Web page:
Lotharingia

The Columbia Encyclopedia, 6th ed.

Lotharingia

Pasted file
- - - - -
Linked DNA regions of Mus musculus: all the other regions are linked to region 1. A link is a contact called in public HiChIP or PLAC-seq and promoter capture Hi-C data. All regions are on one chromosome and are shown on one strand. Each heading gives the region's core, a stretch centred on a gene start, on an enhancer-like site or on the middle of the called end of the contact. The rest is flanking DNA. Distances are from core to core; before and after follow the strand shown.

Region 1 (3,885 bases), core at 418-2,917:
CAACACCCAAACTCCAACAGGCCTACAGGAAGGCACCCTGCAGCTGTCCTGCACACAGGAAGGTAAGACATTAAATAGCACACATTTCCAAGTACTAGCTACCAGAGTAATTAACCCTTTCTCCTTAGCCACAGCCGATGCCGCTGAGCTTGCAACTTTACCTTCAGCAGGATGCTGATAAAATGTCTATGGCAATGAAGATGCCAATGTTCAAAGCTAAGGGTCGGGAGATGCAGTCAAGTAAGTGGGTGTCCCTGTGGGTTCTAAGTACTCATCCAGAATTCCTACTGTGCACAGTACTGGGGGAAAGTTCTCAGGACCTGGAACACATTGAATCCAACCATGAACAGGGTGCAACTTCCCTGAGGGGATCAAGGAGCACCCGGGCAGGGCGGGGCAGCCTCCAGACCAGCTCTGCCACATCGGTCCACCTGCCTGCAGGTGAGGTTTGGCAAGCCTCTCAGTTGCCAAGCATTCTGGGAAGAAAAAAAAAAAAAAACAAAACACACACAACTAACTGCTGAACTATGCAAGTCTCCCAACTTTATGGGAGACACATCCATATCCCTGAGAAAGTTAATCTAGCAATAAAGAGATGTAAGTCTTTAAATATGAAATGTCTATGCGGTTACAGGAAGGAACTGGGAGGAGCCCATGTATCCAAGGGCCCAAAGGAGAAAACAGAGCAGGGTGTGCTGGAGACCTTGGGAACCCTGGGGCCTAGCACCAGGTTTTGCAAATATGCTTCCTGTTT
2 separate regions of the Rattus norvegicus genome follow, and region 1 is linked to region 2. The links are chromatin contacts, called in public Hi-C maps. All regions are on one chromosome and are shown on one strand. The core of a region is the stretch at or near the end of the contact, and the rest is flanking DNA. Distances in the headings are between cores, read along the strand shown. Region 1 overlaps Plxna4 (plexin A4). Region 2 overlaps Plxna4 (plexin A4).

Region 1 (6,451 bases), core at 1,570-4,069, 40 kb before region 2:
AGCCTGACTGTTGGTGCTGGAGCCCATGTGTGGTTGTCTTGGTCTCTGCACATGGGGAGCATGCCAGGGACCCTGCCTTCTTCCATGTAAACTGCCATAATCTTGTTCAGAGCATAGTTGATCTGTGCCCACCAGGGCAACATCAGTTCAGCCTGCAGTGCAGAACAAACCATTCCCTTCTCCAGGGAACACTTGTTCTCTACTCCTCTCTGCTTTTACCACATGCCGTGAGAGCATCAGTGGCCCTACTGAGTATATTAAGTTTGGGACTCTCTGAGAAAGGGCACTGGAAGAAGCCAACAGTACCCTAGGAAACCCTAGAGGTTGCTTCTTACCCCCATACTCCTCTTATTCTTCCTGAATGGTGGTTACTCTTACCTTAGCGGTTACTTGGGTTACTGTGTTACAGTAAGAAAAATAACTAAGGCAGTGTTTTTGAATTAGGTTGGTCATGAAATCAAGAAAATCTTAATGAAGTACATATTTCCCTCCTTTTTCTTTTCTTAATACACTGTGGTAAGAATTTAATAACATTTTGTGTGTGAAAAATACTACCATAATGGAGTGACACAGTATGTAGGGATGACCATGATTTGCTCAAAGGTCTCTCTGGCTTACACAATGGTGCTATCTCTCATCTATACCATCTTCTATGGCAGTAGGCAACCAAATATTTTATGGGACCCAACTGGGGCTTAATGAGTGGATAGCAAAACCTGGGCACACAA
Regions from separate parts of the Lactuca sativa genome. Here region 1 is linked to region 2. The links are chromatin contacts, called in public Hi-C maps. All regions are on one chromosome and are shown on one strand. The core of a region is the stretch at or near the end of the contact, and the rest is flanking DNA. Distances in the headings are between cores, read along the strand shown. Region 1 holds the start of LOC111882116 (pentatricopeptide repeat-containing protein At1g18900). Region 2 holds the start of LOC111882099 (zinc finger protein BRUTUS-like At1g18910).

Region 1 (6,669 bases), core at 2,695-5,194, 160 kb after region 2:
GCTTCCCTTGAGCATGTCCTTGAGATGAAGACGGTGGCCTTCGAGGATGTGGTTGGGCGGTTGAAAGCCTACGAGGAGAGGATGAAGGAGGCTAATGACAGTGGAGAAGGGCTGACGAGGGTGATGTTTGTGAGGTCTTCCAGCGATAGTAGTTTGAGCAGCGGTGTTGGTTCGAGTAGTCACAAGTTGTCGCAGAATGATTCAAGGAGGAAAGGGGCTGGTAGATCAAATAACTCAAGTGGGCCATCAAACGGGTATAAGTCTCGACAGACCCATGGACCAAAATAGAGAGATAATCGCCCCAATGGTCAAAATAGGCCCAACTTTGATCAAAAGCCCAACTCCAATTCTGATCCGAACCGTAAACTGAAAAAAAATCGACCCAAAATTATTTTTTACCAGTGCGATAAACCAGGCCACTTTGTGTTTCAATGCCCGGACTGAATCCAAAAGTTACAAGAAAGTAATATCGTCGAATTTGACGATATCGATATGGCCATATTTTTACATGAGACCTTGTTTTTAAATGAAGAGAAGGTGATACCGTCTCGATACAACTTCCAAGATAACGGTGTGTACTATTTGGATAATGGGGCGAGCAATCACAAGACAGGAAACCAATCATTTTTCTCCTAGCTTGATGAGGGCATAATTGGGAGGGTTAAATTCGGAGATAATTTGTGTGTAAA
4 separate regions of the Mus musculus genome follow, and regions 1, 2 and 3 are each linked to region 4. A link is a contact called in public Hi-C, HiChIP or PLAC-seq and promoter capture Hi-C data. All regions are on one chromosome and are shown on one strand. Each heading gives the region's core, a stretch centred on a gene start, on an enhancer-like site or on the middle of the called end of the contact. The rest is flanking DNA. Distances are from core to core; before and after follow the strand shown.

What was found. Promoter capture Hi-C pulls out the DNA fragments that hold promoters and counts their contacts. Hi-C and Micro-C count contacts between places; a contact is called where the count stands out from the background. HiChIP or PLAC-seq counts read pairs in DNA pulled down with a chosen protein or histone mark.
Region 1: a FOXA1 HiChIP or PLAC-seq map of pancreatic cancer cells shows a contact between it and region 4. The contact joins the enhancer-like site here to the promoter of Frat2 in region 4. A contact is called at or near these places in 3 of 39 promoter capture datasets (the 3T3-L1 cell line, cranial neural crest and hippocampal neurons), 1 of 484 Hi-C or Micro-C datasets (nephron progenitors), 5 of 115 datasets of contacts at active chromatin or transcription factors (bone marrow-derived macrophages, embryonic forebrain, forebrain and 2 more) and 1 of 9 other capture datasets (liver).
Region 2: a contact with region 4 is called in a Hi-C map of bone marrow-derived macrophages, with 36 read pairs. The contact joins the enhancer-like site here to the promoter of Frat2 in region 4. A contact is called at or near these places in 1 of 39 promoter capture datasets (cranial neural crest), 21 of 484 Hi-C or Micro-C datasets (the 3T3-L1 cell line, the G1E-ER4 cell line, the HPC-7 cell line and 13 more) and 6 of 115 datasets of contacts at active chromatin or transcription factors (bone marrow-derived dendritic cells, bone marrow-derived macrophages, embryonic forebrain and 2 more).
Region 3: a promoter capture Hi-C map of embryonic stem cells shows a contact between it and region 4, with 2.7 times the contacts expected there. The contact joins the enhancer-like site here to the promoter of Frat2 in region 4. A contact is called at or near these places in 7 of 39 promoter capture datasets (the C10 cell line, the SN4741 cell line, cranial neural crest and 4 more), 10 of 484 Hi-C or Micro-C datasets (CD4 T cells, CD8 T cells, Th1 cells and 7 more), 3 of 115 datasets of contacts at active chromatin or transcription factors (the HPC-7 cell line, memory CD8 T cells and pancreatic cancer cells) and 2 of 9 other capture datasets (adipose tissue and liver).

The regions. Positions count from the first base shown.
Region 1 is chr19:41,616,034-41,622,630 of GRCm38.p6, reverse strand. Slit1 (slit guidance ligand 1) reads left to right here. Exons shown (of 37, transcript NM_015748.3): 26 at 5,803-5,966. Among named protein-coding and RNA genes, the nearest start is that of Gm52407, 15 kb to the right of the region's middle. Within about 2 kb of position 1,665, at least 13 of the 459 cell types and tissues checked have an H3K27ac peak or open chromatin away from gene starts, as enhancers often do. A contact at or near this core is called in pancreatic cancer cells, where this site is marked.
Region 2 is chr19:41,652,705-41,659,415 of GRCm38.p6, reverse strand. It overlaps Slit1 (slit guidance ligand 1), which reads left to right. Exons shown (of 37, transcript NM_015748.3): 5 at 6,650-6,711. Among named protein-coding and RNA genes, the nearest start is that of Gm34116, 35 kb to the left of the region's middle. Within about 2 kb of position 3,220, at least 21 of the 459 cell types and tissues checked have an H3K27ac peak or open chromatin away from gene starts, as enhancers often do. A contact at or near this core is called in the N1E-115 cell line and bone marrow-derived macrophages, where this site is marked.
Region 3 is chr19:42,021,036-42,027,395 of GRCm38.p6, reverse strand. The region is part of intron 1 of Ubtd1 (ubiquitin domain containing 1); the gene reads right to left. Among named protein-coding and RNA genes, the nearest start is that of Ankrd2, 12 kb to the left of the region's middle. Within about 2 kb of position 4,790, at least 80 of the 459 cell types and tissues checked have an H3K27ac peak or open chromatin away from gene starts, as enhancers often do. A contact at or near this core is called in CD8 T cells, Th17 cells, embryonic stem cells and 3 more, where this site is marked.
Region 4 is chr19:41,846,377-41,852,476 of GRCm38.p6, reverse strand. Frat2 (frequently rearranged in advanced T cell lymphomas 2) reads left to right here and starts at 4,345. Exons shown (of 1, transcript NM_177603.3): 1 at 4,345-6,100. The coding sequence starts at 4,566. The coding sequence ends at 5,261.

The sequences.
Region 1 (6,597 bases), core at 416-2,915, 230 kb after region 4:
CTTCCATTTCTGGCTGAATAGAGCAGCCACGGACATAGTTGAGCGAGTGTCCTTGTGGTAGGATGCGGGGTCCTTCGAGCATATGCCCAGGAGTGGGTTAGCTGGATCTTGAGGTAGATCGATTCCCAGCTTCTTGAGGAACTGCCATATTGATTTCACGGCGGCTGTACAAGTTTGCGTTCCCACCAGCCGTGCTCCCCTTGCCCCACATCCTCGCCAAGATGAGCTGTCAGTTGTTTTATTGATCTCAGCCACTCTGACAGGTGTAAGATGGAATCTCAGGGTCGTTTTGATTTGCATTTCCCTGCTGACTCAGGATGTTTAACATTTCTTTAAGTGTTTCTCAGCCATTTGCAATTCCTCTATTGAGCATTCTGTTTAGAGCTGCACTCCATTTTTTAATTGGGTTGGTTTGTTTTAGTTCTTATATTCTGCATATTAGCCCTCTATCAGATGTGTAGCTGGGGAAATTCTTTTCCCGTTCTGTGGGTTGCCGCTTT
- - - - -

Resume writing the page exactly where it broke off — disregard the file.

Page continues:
Lotharingia (lŏthərĬn´jə), name given to the northern portion of the lands assigned (843) to Emperor of the West Lothair I in the first division of the Carolingian empire (see Verdun, Treaty of). It comprised, roughly, the present Netherlands, Belgium, Luxembourg, Lorraine, Alsace, and NW Germany, including Aachen and Cologne. Lothair also received Italy and Burgundy (including Provence and W Switzerland) in the division of 843. Before his death (855), Lothair subdivided his lands among his three sons. His son, King Lothair (for whom the region is named), was given Lotharingia as a kingdom, while Italy and Burgundy went to Louis II and Charles. King Lothair died in 869, and in 870 his lands were fairly evenly divided between the East Frankish and West Frankish kingdoms (i.e., Germany and France) in the Treaty of Mersen. After a period of confusion and warfare, Holy Roman Emperor Otto I, whose predecessor, the German King Henry I, had gained (925) control over all Lotharingia, gave it in 953 to his brother St. Bruno, archbishop of Cologne. Bruno's difficulties with the Lotharingian nobles caused him to divide (959) the country into the duchies of Lower Lorraine, in the north, and Upper Lorraine, in the south (the name Lorraine being the modern form of Lotharingia). The ducal titles in both duchies subsequently were awarded in confusing succession to various noble houses, but their significance became nothing as the great feudal lords gained in power. In Upper Lorraine, the ducal title continued until 1766 in what became known simply as the duchy of Lorraine; this was greatly restricted in extent and did not include Alsace, Luxembourg, the bishoprics of Metz, Toul, and Verdun, and the archbishopric of Trier, all of which were originally in Upper Lorraine. In Lower Lorraine, the title soon lapsed completely; chief among the fiefs that emerged here were the duchies of Brabant, Bouillon, Limburg, Jülich, Cleves, and Berg, the county of Hainaut, and the bishopric of Liège. Cologne and Aachen became free imperial cities. Thus the history of both Upper Lorraine and Lower Lorraine grew increasingly fragmented from the 11 cent. onward. From the Treaty of Verdun until the present time the territories comprised in Lotharingia, particularly Upper Lorraine, have been contested between Germany and France.

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